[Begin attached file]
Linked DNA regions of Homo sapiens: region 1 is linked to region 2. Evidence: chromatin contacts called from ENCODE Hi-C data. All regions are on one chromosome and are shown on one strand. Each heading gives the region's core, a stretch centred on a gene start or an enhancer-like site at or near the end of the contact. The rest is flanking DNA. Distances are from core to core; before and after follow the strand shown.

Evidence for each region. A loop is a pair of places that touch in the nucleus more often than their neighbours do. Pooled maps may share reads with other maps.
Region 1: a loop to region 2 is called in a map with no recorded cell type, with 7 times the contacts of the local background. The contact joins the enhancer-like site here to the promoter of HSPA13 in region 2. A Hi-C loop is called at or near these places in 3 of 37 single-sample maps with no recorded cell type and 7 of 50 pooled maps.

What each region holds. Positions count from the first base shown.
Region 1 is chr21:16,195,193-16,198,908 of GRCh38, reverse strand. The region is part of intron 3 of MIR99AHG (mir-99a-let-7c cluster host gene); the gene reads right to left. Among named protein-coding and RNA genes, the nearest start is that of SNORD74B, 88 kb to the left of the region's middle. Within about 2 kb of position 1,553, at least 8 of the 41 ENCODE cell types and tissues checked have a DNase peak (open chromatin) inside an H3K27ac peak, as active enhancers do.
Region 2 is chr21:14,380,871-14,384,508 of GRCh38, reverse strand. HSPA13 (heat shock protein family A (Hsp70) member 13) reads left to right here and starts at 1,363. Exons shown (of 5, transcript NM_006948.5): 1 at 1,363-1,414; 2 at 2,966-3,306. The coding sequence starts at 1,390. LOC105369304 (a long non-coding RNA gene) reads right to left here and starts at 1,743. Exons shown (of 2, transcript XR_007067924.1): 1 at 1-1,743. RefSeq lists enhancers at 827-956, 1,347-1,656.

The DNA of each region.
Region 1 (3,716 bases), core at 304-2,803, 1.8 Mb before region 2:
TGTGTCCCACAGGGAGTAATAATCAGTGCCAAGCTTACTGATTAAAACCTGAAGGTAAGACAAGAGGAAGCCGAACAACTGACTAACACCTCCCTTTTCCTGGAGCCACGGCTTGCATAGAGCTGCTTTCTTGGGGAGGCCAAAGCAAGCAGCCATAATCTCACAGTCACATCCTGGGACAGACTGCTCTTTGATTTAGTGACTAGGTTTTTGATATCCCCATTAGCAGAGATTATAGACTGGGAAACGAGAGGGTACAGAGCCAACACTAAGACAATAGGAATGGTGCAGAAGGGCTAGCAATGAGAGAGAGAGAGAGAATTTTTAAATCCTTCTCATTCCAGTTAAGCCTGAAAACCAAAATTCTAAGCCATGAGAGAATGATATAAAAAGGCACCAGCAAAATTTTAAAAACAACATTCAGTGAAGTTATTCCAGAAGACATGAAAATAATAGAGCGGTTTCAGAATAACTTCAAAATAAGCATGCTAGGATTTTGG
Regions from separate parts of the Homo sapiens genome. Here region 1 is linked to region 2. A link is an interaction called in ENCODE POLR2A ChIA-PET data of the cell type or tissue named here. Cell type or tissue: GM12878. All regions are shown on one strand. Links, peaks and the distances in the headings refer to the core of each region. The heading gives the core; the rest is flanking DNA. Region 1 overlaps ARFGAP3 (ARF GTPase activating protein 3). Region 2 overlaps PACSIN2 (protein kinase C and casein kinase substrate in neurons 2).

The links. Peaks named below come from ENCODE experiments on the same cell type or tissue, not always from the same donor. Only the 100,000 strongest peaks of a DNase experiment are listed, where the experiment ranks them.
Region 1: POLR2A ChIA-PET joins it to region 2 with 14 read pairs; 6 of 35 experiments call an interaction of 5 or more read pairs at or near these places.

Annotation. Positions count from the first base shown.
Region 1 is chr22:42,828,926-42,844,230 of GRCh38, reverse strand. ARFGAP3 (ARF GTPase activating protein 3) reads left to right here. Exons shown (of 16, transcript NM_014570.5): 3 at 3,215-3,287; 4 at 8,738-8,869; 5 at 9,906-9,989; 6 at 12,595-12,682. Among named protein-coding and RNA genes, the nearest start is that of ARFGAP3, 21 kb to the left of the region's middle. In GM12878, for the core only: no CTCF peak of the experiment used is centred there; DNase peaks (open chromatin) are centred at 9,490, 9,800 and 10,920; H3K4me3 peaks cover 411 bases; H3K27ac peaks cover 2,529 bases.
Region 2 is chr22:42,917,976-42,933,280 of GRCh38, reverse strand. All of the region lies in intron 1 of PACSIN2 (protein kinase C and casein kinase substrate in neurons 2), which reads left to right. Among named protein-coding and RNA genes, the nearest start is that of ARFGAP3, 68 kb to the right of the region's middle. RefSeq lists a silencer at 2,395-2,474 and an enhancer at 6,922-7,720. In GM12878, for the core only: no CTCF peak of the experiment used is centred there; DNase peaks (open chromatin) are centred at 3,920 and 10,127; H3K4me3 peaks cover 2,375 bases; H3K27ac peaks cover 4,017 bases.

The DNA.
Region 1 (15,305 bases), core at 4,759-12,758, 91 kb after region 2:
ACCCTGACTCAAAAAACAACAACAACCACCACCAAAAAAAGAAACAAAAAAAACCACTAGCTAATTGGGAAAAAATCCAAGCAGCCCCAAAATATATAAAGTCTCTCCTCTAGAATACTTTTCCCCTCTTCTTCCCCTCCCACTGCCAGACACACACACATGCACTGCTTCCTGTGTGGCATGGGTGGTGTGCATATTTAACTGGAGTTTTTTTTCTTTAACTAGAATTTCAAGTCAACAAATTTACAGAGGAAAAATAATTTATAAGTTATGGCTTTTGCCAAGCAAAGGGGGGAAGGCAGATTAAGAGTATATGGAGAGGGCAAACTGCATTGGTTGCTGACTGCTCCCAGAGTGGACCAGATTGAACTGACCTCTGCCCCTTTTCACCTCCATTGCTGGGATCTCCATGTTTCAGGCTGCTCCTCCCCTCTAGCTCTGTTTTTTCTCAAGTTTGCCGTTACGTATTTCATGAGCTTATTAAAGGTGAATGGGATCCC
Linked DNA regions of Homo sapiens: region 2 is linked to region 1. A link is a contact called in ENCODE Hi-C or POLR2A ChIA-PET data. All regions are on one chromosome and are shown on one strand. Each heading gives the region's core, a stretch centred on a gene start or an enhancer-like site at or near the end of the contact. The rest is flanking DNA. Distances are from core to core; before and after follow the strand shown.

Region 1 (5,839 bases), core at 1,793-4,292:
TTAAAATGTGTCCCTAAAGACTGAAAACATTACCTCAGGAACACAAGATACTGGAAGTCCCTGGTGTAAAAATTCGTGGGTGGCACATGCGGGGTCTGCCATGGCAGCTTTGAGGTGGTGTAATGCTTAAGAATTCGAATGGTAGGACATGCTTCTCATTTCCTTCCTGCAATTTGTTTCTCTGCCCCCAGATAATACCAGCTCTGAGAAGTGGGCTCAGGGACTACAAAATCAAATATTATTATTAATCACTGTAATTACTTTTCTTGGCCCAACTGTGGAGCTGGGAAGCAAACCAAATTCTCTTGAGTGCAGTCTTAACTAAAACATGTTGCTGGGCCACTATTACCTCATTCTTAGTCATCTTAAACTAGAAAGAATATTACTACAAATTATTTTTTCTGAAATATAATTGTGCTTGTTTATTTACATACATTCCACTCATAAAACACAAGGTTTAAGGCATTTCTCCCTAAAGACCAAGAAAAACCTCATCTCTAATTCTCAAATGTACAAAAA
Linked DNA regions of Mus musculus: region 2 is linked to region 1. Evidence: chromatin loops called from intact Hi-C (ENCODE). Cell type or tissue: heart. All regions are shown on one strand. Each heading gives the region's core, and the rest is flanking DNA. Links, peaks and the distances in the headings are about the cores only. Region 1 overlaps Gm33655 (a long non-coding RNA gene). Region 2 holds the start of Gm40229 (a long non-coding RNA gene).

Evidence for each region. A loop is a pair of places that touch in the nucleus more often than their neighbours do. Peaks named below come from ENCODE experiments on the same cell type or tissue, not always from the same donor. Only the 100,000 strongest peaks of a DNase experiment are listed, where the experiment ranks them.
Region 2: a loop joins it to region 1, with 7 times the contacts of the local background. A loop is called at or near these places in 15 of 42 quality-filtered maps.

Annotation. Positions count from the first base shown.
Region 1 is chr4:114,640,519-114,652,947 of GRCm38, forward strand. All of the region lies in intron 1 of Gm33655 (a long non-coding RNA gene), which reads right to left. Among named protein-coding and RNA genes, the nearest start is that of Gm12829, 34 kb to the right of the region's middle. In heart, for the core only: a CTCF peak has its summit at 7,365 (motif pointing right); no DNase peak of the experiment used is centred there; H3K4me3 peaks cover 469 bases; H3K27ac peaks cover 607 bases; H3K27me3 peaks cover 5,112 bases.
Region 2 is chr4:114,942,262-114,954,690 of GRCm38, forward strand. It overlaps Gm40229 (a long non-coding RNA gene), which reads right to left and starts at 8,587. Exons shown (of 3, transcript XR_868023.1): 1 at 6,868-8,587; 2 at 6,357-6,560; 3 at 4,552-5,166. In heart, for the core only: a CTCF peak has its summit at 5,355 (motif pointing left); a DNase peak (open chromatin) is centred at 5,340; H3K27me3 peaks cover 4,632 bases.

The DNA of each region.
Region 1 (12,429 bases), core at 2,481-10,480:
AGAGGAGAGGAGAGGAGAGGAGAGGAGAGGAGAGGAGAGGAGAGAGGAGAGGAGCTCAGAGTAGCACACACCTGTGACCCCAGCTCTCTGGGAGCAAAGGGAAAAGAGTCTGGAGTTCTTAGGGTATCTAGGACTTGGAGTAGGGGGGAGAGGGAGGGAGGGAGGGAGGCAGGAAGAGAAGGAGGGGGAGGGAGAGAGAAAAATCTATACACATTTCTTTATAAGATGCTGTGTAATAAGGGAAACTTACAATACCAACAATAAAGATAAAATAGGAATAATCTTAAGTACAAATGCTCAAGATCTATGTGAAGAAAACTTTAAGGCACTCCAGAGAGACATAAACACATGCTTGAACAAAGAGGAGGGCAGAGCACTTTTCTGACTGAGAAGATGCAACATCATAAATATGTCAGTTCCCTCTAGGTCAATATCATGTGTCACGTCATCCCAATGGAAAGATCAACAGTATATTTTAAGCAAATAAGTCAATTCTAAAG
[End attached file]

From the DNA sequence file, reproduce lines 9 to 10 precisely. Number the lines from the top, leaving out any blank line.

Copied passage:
TGTGTCCCACAGGGAGTAATAATCAGTGCCAAGCTTACTGATTAAAACCTGAAGGTAAGACAAGAGGAAGCCGAACAACTGACTAACACCTCCCTTTTCCTGGAGCCACGGCTTGCATAGAGCTGCTTTCTTGGGGAGGCCAAAGCAAGCAGCCATAATCTCACAGTCACATCCTGGGACAGACTGCTCTTTGATTTAGTGACTAGGTTTTTGATATCCCCATTAGCAGAGATTATAGACTGGGAAACGAGAGGGTACAGAGCCAACACTAAGACAATAGGAATGGTGCAGAAGGGCTAGCAATGAGAGAGAGAGAGAGAATTTTTAAATCCTTCTCATTCCAGTTAAGCCTGAAAACCAAAATTCTAAGCCATGAGAGAATGATATAAAAAGGCACCAGCAAAATTTTAAAAACAACATTCAGTGAAGTTATTCCAGAAGACATGAAAATAATAGAGCGGTTTCAGAATAACTTCAAAATAAGCATGCTAGGATTTTGG
Regions from separate parts of the Homo sapiens genome. Here region 1 is linked to region 2. A link is an interaction called in ENCODE POLR2A ChIA-PET data of the cell type or tissue named here. Cell type or tissue: GM12878. All regions are shown on one strand. Links, peaks and the distances in the headings refer to the core of each region. The heading gives the core; the rest is flanking DNA. Region 1 overlaps ARFGAP3 (ARF GTPase activating protein 3). Region 2 overlaps PACSIN2 (protein kinase C and casein kinase substrate in neurons 2).